I spent the last year working hard to get my handicap down from a super high novice, down to a level where I can actually keep a decent score.

Part of this year was squandered hitting lots of balls the wrong way. Weight loss was my primary goal, and 30 pounds was successfully lost.

The last 6 months was spent with a seriously good coach, and now I have the beginnings of a decent swing. My chipping and putting are very basic, but I have a learned to make it somewhat repeatable by locking down a fixed form.

I plan to start with Mike and maybe evolvr to learn how to further improve my swing.

I can see that there is another 2 years to commit all these things to muscle memory, learn course management better, reading greens and getting comfortable with all the situations where my ball might land.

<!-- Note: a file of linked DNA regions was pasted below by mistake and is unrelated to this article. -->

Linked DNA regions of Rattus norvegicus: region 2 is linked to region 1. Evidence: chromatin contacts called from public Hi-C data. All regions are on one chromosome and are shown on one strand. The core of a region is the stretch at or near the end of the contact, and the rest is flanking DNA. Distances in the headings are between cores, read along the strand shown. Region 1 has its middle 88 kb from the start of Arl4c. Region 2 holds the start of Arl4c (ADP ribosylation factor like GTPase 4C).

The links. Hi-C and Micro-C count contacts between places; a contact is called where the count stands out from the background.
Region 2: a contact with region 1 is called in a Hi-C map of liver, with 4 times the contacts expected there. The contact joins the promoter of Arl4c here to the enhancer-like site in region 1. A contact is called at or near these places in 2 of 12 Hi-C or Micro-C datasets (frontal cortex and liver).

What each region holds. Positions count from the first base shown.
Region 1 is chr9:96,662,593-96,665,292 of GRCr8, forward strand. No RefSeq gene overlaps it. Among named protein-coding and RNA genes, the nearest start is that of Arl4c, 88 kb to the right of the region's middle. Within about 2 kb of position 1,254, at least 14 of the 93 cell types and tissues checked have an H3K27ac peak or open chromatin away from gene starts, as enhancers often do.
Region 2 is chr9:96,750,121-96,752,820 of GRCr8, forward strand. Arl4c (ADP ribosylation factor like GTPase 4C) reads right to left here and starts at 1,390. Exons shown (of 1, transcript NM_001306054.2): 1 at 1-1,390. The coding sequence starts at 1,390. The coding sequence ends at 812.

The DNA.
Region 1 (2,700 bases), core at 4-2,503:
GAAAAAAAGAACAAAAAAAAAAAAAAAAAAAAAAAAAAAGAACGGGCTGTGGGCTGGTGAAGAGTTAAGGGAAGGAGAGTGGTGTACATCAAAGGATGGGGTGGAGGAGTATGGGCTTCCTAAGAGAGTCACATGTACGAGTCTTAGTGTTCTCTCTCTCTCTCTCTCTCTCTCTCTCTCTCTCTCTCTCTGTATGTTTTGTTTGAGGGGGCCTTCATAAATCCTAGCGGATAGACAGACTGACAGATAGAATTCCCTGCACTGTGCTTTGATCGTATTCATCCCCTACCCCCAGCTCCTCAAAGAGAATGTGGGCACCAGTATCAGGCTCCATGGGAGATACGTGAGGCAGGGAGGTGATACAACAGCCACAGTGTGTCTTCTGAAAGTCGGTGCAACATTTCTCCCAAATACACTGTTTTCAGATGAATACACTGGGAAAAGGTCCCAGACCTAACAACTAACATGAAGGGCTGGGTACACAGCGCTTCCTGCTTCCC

It feels like the amount of effort in getting to a low single digit is equivalent to getting a bachelors degree in something.

If it wasn't a good challenge and fun, I think my interest level would have diminished long ago.
post #219 of 270

It's tough for me to quantify this because i took some gaps. But one summer of just hitting golf balls, and having a good sense with regards to balance allowed me to develop a swing that could give me a consistent mid 80's, or 12-16 handicap. That was with basically 3 lessons over that one summer. These lessons were typical generic golf lessons, nothing special, but helpful for a novice golfer. I stayed at that level of play for the next 13-14 years. 

 

One lesson with Erik, and proper methodical lesson's, I have dropped to a single handicap in 1 month.